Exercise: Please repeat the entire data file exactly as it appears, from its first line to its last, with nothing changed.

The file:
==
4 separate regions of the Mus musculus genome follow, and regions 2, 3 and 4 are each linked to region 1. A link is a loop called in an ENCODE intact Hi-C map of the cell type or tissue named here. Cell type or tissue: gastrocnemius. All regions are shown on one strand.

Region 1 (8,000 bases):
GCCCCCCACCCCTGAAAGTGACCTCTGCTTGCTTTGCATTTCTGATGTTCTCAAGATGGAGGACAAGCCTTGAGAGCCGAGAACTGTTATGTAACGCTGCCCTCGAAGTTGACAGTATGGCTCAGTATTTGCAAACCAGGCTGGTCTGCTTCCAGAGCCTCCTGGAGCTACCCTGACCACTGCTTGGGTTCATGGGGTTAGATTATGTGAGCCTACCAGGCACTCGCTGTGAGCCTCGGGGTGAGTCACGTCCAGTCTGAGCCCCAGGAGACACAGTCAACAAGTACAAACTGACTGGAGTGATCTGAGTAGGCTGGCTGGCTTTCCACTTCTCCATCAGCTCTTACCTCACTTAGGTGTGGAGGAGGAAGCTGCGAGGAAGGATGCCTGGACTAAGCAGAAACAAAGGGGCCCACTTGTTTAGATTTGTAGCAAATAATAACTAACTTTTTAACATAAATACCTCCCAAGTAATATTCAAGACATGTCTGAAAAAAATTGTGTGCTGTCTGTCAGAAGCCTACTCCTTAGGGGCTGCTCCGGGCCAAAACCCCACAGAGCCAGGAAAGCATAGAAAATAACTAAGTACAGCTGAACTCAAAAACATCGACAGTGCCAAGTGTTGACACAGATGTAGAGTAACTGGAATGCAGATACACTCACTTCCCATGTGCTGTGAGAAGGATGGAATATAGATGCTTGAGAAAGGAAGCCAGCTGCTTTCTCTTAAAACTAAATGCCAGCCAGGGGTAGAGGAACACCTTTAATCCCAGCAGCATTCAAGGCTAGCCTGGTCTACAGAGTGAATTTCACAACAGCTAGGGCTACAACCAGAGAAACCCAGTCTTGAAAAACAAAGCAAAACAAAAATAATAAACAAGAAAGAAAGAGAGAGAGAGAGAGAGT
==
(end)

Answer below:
4 separate regions of the Mus musculus genome follow, and regions 2, 3 and 4 are each linked to region 1. A link is a loop called in an ENCODE intact Hi-C map of the cell type or tissue named here. Cell type or tissue: gastrocnemius. All regions are shown on one strand.

Region 1 (8,000 bases):
GCCCCCCACCCCTGAAAGTGACCTCTGCTTGCTTTGCATTTCTGATGTTCTCAAGATGGAGGACAAGCCTTGAGAGCCGAGAACTGTTATGTAACGCTGCCCTCGAAGTTGACAGTATGGCTCAGTATTTGCAAACCAGGCTGGTCTGCTTCCAGAGCCTCCTGGAGCTACCCTGACCACTGCTTGGGTTCATGGGGTTAGATTATGTGAGCCTACCAGGCACTCGCTGTGAGCCTCGGGGTGAGTCACGTCCAGTCTGAGCCCCAGGAGACACAGTCAACAAGTACAAACTGACTGGAGTGATCTGAGTAGGCTGGCTGGCTTTCCACTTCTCCATCAGCTCTTACCTCACTTAGGTGTGGAGGAGGAAGCTGCGAGGAAGGATGCCTGGACTAAGCAGAAACAAAGGGGCCCACTTGTTTAGATTTGTAGCAAATAATAACTAACTTTTTAACATAAATACCTCCCAAGTAATATTCAAGACATGTCTGAAAAAAATTGTGTGCTGTCTGTCAGAAGCCTACTCCTTAGGGGCTGCTCCGGGCCAAAACCCCACAGAGCCAGGAAAGCATAGAAAATAACTAAGTACAGCTGAACTCAAAAACATCGACAGTGCCAAGTGTTGACACAGATGTAGAGTAACTGGAATGCAGATACACTCACTTCCCATGTGCTGTGAGAAGGATGGAATATAGATGCTTGAGAAAGGAAGCCAGCTGCTTTCTCTTAAAACTAAATGCCAGCCAGGGGTAGAGGAACACCTTTAATCCCAGCAGCATTCAAGGCTAGCCTGGTCTACAGAGTGAATTTCACAACAGCTAGGGCTACAACCAGAGAAACCCAGTCTTGAAAAACAAAGCAAAACAAAAATAATAAACAAGAAAGAAAGAGAGAGAGAGAGAGAGT